is the Renault engine. Red Bull themselves have made that abundantly clear since the start of the season – and Renault admit it, too.
Red Bull have communicated this obvious reality in an antagonistic and confrontational manner unusual for an F1 team dealing with their engine partner, and that has led to tensions with Renault. Tensions that Renault Sport boss Cyril Abiteboul insists have been “more public than private”. Depending on who you speak to, the Renault engine is between 50 and 70bhp down on the Mercedes. But more than the performance decit itself, the big question is: why haven’t Renault improved?
Ferrari, after all, have made huge progress with their engine since last year, to the point where, even following the FIA clarication imposing a minimum fuel ow, it is now pretty much equal with that of Mercedes. The speed-trap gures from Canada, in which the Mercedes- and Ferrari-engined cars were neck and neck, prove that.
In 2014, Ferrari’s engine was arguably worse than Renault’s. It might have had a little more top-end power, but its drivability and hybrid delivery were noticeably inferior. So how did Renault end up at the start of this season with an engine worse than the one with which they nished 2014?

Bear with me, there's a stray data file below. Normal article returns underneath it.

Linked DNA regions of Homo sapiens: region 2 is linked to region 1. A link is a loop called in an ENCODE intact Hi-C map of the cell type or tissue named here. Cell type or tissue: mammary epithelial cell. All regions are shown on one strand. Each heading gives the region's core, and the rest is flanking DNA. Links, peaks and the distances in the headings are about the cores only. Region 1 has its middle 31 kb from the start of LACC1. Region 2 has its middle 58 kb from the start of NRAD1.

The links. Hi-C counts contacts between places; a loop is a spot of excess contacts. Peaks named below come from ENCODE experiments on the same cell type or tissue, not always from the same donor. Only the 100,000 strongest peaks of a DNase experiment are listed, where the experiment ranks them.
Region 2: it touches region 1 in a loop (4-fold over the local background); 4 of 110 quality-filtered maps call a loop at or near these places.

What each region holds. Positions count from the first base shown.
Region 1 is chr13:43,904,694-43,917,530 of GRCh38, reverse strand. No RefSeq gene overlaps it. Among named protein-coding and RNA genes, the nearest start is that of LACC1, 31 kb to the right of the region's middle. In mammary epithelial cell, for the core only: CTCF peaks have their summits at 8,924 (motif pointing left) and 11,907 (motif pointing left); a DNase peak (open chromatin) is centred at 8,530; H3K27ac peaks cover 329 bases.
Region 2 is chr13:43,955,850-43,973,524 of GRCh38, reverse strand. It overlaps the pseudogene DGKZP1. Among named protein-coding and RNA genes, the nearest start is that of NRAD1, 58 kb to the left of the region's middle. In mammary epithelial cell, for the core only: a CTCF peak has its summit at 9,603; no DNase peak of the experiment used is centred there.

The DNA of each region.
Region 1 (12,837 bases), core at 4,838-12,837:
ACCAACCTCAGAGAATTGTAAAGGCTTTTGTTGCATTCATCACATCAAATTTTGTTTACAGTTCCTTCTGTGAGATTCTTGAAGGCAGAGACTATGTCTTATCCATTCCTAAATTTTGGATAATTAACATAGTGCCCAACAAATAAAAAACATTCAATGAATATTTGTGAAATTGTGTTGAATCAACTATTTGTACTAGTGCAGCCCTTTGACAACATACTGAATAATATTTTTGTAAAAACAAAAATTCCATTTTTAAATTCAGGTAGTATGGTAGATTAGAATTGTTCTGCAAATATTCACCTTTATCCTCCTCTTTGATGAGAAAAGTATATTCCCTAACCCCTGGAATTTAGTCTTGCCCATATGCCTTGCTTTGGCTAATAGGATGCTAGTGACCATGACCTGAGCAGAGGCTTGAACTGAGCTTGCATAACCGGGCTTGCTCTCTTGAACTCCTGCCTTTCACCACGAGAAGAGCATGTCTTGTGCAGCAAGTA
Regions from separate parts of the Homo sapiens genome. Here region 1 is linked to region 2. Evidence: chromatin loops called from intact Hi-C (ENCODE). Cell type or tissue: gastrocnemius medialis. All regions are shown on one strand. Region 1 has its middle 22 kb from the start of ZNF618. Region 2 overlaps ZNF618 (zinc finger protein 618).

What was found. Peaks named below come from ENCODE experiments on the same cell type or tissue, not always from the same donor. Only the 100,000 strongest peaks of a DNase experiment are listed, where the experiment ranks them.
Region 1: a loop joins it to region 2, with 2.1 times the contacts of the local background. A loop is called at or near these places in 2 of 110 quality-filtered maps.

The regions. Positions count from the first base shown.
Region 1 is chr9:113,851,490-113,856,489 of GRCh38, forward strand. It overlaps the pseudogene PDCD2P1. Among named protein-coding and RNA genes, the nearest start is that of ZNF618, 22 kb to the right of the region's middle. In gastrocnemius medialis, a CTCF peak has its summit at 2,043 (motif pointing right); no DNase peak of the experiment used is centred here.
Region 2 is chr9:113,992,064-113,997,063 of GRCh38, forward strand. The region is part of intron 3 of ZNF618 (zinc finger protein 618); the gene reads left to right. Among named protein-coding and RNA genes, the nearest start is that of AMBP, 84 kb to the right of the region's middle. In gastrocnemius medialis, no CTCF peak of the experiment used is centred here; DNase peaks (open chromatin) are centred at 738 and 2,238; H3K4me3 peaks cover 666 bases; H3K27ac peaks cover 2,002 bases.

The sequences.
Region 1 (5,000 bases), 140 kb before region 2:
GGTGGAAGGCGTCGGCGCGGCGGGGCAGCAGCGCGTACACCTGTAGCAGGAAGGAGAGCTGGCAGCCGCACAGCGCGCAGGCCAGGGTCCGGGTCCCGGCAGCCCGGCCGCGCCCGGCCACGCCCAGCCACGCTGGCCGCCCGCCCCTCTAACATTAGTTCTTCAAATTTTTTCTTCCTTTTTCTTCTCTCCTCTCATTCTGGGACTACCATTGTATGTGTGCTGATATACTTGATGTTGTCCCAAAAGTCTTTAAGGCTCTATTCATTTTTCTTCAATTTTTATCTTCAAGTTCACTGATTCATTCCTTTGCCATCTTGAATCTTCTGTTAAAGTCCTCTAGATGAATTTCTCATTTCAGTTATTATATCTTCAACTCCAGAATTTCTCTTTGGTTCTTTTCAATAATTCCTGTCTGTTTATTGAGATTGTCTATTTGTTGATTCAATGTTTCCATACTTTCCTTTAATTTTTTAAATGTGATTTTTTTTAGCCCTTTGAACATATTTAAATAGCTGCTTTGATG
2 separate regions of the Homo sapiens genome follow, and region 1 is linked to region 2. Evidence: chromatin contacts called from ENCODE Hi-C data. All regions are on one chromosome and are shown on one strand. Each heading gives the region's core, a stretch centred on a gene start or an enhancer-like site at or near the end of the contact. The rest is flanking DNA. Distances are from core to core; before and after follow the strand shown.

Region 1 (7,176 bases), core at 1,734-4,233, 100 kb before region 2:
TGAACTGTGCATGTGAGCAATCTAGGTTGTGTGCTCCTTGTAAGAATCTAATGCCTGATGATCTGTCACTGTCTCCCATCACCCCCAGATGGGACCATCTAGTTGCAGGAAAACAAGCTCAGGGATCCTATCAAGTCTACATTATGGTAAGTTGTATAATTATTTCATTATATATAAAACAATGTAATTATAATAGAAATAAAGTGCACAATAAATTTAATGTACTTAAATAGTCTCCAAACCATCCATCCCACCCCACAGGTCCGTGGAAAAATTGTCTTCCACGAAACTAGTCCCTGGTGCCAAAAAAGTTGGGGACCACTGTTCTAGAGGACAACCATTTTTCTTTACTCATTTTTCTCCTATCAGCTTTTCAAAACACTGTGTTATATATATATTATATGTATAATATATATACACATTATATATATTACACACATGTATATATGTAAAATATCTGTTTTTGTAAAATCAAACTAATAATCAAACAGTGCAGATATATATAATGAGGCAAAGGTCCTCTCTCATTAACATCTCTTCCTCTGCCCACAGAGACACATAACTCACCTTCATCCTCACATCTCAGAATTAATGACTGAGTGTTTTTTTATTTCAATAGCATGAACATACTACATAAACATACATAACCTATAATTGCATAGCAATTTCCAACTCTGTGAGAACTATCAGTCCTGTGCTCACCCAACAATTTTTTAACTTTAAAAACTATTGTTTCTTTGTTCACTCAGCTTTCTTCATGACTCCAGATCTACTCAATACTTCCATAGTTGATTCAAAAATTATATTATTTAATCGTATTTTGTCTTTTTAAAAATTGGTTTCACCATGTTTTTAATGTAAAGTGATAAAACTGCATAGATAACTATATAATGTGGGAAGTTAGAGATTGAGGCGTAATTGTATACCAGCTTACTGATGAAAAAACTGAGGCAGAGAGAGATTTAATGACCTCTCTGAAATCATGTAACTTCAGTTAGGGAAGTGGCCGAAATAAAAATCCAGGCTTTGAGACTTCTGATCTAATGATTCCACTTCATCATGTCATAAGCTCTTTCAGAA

Abiteboul is at a loss. “If I had the answer to that question,” he says, “it would not have happened.” He says the reason is linked to the problems at Renault that led them to be uncompetitive in the turbohybrid era in the rst place. He describes this as “the whole setup of the way we are working together from a technical and commercial perspective”. Horner says it was too little investment, too late.
“The reality is that there was no way we could catch up over the winter given the shortfall in performance,” Abiteboul says. “And, therefore, the only plan that could have worked was one where